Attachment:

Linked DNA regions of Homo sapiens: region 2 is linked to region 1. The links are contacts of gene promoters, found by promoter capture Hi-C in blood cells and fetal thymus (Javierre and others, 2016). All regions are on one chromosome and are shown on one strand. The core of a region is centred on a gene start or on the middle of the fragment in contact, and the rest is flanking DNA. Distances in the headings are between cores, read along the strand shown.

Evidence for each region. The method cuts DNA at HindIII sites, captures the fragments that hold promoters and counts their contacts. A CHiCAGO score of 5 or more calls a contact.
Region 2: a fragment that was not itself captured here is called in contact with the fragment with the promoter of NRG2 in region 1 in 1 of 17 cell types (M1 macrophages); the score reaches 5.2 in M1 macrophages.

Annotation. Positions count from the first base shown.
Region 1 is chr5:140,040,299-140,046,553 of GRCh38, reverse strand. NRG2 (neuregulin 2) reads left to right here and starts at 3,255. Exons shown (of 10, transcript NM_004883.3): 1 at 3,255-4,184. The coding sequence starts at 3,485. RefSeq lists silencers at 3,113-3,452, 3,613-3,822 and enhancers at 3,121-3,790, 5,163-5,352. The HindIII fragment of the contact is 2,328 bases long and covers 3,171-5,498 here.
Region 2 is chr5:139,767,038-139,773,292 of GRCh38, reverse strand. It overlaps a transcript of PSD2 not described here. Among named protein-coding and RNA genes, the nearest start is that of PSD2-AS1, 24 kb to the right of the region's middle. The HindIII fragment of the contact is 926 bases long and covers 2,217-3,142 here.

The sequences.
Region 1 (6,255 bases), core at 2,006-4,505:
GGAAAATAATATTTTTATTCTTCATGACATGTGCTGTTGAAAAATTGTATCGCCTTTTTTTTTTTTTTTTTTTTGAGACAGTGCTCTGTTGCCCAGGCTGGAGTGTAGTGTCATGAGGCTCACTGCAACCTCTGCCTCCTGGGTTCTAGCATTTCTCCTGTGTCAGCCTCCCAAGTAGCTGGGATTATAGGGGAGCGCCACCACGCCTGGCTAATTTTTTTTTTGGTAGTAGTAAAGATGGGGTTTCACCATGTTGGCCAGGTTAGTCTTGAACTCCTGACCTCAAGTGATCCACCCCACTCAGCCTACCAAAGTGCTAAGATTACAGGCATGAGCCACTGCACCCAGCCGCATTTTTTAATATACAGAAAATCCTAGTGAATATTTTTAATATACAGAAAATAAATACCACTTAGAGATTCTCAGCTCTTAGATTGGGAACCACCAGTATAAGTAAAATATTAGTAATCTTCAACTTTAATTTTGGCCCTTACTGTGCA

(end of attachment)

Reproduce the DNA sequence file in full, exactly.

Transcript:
Linked DNA regions of Homo sapiens: region 2 is linked to region 1. The links are contacts of gene promoters, found by promoter capture Hi-C in blood cells and fetal thymus (Javierre and others, 2016). All regions are on one chromosome and are shown on one strand. The core of a region is centred on a gene start or on the middle of the fragment in contact, and the rest is flanking DNA. Distances in the headings are between cores, read along the strand shown.

Evidence for each region. The method cuts DNA at HindIII sites, captures the fragments that hold promoters and counts their contacts. A CHiCAGO score of 5 or more calls a contact.
Region 2: a fragment that was not itself captured here is called in contact with the fragment with the promoter of NRG2 in region 1 in 1 of 17 cell types (M1 macrophages); the score reaches 5.2 in M1 macrophages.

Annotation. Positions count from the first base shown.
Region 1 is chr5:140,040,299-140,046,553 of GRCh38, reverse strand. NRG2 (neuregulin 2) reads left to right here and starts at 3,255. Exons shown (of 10, transcript NM_004883.3): 1 at 3,255-4,184. The coding sequence starts at 3,485. RefSeq lists silencers at 3,113-3,452, 3,613-3,822 and enhancers at 3,121-3,790, 5,163-5,352. The HindIII fragment of the contact is 2,328 bases long and covers 3,171-5,498 here.
Region 2 is chr5:139,767,038-139,773,292 of GRCh38, reverse strand. It overlaps a transcript of PSD2 not described here. Among named protein-coding and RNA genes, the nearest start is that of PSD2-AS1, 24 kb to the right of the region's middle. The HindIII fragment of the contact is 926 bases long and covers 2,217-3,142 here.

The sequences.
Region 1 (6,255 bases), core at 2,006-4,505:
GGAAAATAATATTTTTATTCTTCATGACATGTGCTGTTGAAAAATTGTATCGCCTTTTTTTTTTTTTTTTTTTTGAGACAGTGCTCTGTTGCCCAGGCTGGAGTGTAGTGTCATGAGGCTCACTGCAACCTCTGCCTCCTGGGTTCTAGCATTTCTCCTGTGTCAGCCTCCCAAGTAGCTGGGATTATAGGGGAGCGCCACCACGCCTGGCTAATTTTTTTTTTGGTAGTAGTAAAGATGGGGTTTCACCATGTTGGCCAGGTTAGTCTTGAACTCCTGACCTCAAGTGATCCACCCCACTCAGCCTACCAAAGTGCTAAGATTACAGGCATGAGCCACTGCACCCAGCCGCATTTTTTAATATACAGAAAATCCTAGTGAATATTTTTAATATACAGAAAATAAATACCACTTAGAGATTCTCAGCTCTTAGATTGGGAACCACCAGTATAAGTAAAATATTAGTAATCTTCAACTTTAATTTTGGCCCTTACTGTGCA